Home » Governance » Are Our MPs Slaves of the Whipping System? [column]

Mr Speaker, Sir

University of Zimbabwe law lecturer Professor Lovemore Madhuku recently made a thought-provoking point about the need for parliamentarians to defy their political party positions on issues they do not agree on.

He made the remarks at a meeting between parliamentarians and civil society organisations organised by the Zimbabwe Lawyers for Human Rights where he urged MPs to follow their conscience even if it meant that they would be expelled.

“You can’t be seeing shadows everywhere,” he said.

“MPs should be fired and there will be a public reaction. If you are courageous, you have to express your views. If you are not courageous, you are not a politician.”

A public outcry, he said, would force a rethink and change of policy by the powers that be.

But the question is how many MPs would entertain the prospect of being expelled for following what conscience tells them considering that Parliament is a source of livelihood for some of the lawmakers?

There is something amiss with democratic tenets when MPs are more scared of their political parties than the people who elected them.

Do we elect our representatives through a democratic process so that they lose their freedom of thought, conscience and speech when they get into the august House?

While our third arm of the State has been described as spineless and docile, backbenchers from both Zanu-PF and MDC-T attribute their senile contributions to the whipping system for fear of being sacked.

Some of the MPs who have already faced this scourge since the turn of the millennium include former Highfield MP Munyaradzi Gwisai of the MDC, who was recalled by the party in 2003 for supporting the land redistribution exercise when his party was against it.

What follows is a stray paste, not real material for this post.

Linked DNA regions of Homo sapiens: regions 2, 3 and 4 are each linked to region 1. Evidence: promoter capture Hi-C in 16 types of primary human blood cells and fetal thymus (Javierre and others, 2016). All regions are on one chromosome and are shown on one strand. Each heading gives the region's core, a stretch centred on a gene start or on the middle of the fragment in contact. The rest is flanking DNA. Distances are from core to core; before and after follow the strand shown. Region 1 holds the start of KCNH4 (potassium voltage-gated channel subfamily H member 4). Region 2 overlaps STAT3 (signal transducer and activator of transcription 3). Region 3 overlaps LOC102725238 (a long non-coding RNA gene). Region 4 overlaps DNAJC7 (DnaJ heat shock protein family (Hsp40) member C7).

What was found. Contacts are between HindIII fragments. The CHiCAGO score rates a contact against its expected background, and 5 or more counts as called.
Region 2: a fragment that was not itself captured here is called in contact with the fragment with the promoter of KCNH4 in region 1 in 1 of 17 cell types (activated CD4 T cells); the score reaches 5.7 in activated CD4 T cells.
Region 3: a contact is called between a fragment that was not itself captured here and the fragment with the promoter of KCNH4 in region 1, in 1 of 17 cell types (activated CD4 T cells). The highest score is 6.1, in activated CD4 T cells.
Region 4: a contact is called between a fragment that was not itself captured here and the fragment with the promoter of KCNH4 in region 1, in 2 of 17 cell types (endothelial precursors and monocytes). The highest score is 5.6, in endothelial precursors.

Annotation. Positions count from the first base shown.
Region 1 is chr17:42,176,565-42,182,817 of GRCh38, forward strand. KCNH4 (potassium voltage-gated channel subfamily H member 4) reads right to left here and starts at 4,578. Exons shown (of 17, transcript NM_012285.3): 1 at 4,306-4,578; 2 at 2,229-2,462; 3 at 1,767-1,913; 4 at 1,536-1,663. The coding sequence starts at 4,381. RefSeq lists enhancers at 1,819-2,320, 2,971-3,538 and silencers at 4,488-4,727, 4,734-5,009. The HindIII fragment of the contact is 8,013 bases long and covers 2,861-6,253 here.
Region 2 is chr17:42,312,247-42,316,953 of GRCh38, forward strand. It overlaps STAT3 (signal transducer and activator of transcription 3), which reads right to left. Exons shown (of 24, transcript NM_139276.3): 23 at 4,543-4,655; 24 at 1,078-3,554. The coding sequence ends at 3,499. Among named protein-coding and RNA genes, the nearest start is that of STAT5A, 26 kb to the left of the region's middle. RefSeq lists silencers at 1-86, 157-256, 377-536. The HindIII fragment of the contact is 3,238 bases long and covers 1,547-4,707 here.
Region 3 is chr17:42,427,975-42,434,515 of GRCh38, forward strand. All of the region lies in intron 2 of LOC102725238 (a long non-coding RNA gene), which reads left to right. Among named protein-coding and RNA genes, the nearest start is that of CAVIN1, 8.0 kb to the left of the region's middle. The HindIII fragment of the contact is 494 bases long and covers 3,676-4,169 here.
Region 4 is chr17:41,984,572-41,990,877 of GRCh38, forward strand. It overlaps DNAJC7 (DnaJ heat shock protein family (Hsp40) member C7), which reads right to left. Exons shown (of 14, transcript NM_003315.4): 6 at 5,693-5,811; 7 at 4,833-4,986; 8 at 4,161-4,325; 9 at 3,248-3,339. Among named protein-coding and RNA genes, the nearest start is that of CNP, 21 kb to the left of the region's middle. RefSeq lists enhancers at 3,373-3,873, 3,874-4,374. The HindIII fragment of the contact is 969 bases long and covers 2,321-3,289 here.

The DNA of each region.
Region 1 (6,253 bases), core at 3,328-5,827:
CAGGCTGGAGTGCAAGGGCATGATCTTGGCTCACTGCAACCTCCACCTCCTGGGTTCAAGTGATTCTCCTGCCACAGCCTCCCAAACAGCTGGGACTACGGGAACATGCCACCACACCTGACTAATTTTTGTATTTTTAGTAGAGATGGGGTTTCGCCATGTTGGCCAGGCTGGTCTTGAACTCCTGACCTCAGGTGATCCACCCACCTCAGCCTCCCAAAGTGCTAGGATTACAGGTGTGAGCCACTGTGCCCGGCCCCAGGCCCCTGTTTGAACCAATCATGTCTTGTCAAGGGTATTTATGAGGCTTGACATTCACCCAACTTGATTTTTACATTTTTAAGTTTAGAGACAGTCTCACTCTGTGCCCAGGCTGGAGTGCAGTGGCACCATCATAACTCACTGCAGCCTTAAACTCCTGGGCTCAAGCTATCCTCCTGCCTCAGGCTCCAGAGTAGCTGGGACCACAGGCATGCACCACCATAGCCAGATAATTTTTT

The MDC led by Professor Welshman Ncube sacked three MPs -Abedinico Bhebhe (Nkayi South), Njabuliso Mguni (Lupane East) and Norman Mpofu (Bulilima West) – in 2009 after they voted in favour of working with the MDC-T.

But should MPs be forced to abdicate their beliefs and conviction and what their constituents want just because the party finds it unpalatable?

Should they blindly toe the party line like zombies even if their conscience tells them otherwise?

Isn’t this an affront to democracy and killer of integrity and right to freedom of thought, speech and expression?

As a result, real issues are ignored in Parliament while they focus on trivial matters because of the fear factor.

Instead of threatening legislators, authorities must convince backbenchers based on the merits of their proposals and be prepared to make compromises if necessary.

Governments, rather than relying on threats, must convince their backbenchers of the case for each of their measures, do deals with other parties or make compromises over their legislation. On the whole, that is a thoroughly good thing.

Proposed national budgets and Bills even during the inclusive Government have been imposed on MPs and passed without reasonable scrutiny from the legislature because some party officials had already made a decision that the proposed law must pass without amendment.